Make your own bubble bath bombs using all natural ingredients with this fun tutorial! These make perfect gifts or enjoy them yourself!
What could be more fun than bubbling bath bombs? Nothing. These beauties are perfect to give as gifts. Or better yet, enjoy them yourself!
Making your own all-natural bath products can get a little pricey because there are a few ingredients here that you probably don’t just have sitting around. If you’re looking to make simpler and/or less expensive DIY bath products, I recommend starting with my all-natural homemade bubble bath recipe or this ultra-simple homemade bath salt recipe.
Of if you want to make basic bath bombs that still fizz but don’t create bubbles, check out this tutorial:
How to Make Bubble Bath Bombs
Bubble Bath Bomb Ingredients
A. baking soda
B. citric acid
F. jojoba oil
I. witch hazel
Tools & Materials
C. face mask
F. bath bomb molds (I like this set from Amazon because it comes with 3 different sizes)
Be sure to put on a mask and gloves before you begin. The SLSA is a very fine particulate and it makes me sneeze and cough every time I use it.
1. Combine dry ingredients.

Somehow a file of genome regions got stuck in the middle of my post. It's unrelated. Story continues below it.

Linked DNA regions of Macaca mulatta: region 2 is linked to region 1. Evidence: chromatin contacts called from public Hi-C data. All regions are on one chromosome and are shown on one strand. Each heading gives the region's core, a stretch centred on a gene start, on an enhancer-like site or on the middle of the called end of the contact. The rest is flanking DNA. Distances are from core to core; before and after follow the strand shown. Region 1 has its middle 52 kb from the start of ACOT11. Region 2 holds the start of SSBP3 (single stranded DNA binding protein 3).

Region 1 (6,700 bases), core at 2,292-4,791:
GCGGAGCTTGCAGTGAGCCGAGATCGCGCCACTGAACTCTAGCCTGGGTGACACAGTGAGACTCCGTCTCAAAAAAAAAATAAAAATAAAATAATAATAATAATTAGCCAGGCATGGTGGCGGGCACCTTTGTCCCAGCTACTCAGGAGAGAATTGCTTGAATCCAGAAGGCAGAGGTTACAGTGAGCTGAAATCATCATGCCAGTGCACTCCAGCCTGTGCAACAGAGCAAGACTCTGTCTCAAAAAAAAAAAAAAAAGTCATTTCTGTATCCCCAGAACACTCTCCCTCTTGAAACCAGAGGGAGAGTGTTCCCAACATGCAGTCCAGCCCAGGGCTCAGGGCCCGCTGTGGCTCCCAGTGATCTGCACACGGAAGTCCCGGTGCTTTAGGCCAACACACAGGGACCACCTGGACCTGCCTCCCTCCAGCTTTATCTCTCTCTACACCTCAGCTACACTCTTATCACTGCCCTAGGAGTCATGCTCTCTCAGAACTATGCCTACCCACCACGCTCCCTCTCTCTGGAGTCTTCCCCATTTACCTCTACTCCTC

Combine the baking soda, citric acid, epsom salt, SLSA, and cornstarch in a large mixing bowl and stir it carefully with a fork, making sure not to create a big cloud of powder.
2. Combine wet ingredients.
Add the jojoba oil, polysorbate, cold water, and essential oils to a small bowl and stir. Note: I don’t recommend using liquid food color, but if you do, you’ll want to add it during this step.
3. Add wet ingredients to dry ingredients.
Pour the wet ingredients into the dry ingredients. The water will activate the baking soda and citric acid a bit, so it’s normal to see a little bit of foaming. Stir it with a fork.
Once the mixture is combined and crumbly, use your hands to knead it together.
Use a fine mist spray bottle of witch hazel to spritz the mixture a few times and continue kneading it. The goal is to get it to a consistency where it will form a clump if you squeeze it together in your hand. The texture should be similar to brown sugar.
Getting the consistency just right is the trickiest part of making bath bombs, so don’t be surprised if it takes a little while to get it just right. It’s important to not add too much liquid (in this case witch hazel). If you do, you’ll never get your bath bombs to hold together in the molds.
5. Divide into separate bowls & add color.
If you want to make two-colored bombs, put half of the mixture into a second bowl, add mica powder, and knead it in until you get consistent color throughout.
6. Fill the first half of bath bomb mold
Now it’s time to fill the bath bomb molds. This is the most difficult part of the process. I’m adding some dried lavender flowers to my bombs for decoration, but this is very optional.
Take one half of the bath bomb mold and sprinkle in a few flowers.
Next cover the flowers with the white mixture. Fill the mold to overflowing, pressing the mixture in gently.
7. Add embed (optional).
Now take the second half of the mold and put a little bit of the purple mixture in the bottle.